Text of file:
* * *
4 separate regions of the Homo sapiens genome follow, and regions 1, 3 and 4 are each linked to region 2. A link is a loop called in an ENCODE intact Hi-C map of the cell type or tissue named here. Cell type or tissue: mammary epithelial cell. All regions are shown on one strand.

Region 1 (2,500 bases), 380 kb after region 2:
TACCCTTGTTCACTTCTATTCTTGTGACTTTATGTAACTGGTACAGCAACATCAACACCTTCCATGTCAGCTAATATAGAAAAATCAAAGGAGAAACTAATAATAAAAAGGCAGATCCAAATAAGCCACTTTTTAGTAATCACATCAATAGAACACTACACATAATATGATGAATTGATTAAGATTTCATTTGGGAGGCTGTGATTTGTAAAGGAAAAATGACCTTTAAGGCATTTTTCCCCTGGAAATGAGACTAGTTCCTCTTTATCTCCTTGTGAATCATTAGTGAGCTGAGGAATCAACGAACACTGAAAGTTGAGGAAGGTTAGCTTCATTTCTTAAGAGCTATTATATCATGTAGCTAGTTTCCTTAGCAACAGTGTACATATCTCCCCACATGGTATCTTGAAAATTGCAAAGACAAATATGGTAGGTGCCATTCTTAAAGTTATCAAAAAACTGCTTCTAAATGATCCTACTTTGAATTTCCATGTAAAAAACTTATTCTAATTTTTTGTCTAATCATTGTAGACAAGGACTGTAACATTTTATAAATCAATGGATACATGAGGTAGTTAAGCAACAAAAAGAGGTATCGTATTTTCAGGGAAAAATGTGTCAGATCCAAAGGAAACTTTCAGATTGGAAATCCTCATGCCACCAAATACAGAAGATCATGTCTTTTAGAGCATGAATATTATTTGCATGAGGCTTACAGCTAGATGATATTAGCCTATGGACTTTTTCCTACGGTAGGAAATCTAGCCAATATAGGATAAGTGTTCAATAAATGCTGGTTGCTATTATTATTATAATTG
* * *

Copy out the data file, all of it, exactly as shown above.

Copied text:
4 separate regions of the Homo sapiens genome follow, and regions 1, 3 and 4 are each linked to region 2. A link is a loop called in an ENCODE intact Hi-C map of the cell type or tissue named here. Cell type or tissue: mammary epithelial cell. All regions are shown on one strand.

Region 1 (2,500 bases), 380 kb after region 2:
TACCCTTGTTCACTTCTATTCTTGTGACTTTATGTAACTGGTACAGCAACATCAACACCTTCCATGTCAGCTAATATAGAAAAATCAAAGGAGAAACTAATAATAAAAAGGCAGATCCAAATAAGCCACTTTTTAGTAATCACATCAATAGAACACTACACATAATATGATGAATTGATTAAGATTTCATTTGGGAGGCTGTGATTTGTAAAGGAAAAATGACCTTTAAGGCATTTTTCCCCTGGAAATGAGACTAGTTCCTCTTTATCTCCTTGTGAATCATTAGTGAGCTGAGGAATCAACGAACACTGAAAGTTGAGGAAGGTTAGCTTCATTTCTTAAGAGCTATTATATCATGTAGCTAGTTTCCTTAGCAACAGTGTACATATCTCCCCACATGGTATCTTGAAAATTGCAAAGACAAATATGGTAGGTGCCATTCTTAAAGTTATCAAAAAACTGCTTCTAAATGATCCTACTTTGAATTTCCATGTAAAAAACTTATTCTAATTTTTTGTCTAATCATTGTAGACAAGGACTGTAACATTTTATAAATCAATGGATACATGAGGTAGTTAAGCAACAAAAAGAGGTATCGTATTTTCAGGGAAAAATGTGTCAGATCCAAAGGAAACTTTCAGATTGGAAATCCTCATGCCACCAAATACAGAAGATCATGTCTTTTAGAGCATGAATATTATTTGCATGAGGCTTACAGCTAGATGATATTAGCCTATGGACTTTTTCCTACGGTAGGAAATCTAGCCAATATAGGATAAGTGTTCAATAAATGCTGGTTGCTATTATTATTATAATTG